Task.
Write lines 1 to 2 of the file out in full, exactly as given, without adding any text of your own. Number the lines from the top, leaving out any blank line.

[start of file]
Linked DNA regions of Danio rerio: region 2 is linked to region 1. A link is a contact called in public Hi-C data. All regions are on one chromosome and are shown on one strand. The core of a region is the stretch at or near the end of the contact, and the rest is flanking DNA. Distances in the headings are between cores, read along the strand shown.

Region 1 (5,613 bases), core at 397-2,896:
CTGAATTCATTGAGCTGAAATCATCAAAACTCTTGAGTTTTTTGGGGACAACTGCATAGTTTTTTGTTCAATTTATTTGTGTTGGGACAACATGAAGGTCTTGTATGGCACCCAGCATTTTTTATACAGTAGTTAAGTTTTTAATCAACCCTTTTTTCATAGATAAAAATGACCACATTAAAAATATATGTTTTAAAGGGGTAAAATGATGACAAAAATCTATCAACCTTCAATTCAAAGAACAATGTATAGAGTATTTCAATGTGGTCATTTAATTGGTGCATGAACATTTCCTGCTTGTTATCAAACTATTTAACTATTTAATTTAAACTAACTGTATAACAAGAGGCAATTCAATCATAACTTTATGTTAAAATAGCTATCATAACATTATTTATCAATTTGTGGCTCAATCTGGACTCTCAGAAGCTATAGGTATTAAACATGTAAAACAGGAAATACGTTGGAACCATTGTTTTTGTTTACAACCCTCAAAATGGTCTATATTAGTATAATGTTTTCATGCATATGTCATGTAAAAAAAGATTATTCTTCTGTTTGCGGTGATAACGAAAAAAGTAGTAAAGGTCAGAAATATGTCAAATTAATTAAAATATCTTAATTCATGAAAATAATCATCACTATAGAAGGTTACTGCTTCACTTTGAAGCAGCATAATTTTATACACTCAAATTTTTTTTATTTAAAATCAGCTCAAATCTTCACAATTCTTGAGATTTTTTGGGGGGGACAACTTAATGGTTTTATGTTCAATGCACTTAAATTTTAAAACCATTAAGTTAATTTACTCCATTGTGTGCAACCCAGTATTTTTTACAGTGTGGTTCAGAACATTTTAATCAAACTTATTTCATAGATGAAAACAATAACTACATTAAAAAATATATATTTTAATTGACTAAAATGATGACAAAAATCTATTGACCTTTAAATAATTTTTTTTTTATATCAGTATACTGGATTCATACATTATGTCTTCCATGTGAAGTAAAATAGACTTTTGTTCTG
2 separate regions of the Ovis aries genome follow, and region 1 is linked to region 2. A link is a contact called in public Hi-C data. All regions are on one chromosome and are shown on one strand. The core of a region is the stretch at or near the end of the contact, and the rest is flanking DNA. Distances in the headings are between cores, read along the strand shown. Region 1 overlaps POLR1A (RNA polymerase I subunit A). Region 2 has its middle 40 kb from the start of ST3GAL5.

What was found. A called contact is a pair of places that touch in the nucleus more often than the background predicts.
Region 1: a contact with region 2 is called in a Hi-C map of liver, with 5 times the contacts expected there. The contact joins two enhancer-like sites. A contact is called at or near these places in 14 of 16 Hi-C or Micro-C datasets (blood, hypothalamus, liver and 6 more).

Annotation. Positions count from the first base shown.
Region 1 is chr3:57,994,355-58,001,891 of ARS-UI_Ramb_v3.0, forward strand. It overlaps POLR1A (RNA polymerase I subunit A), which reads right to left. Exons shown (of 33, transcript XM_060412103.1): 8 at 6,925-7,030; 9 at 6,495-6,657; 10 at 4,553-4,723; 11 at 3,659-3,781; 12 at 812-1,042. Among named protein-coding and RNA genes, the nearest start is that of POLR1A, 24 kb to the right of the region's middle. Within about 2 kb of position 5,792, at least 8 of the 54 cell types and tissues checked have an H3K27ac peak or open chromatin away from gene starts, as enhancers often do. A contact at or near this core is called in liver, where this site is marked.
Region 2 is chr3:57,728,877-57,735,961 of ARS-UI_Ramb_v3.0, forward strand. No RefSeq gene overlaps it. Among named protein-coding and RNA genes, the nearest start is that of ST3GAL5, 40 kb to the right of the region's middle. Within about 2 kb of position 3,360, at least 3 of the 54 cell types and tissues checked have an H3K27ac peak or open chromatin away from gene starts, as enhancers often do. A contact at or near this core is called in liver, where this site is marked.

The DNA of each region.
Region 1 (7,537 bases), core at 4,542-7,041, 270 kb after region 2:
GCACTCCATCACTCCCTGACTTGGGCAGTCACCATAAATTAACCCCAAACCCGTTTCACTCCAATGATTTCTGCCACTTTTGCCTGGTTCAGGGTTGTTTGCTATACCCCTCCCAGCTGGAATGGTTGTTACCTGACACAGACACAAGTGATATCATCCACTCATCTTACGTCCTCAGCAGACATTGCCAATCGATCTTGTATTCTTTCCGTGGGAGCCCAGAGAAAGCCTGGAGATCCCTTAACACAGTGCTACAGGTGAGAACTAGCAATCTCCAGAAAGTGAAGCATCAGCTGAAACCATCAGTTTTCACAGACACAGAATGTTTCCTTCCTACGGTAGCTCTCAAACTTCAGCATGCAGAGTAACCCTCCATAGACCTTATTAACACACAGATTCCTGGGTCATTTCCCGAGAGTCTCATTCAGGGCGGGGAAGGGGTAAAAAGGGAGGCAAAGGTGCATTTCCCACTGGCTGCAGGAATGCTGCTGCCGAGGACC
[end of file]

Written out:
Linked DNA regions of Danio rerio: region 2 is linked to region 1. A link is a contact called in public Hi-C data. All regions are on one chromosome and are shown on one strand. The core of a region is the stretch at or near the end of the contact, and the rest is flanking DNA. Distances in the headings are between cores, read along the strand shown.

Region 1 (5,613 bases), core at 397-2,896: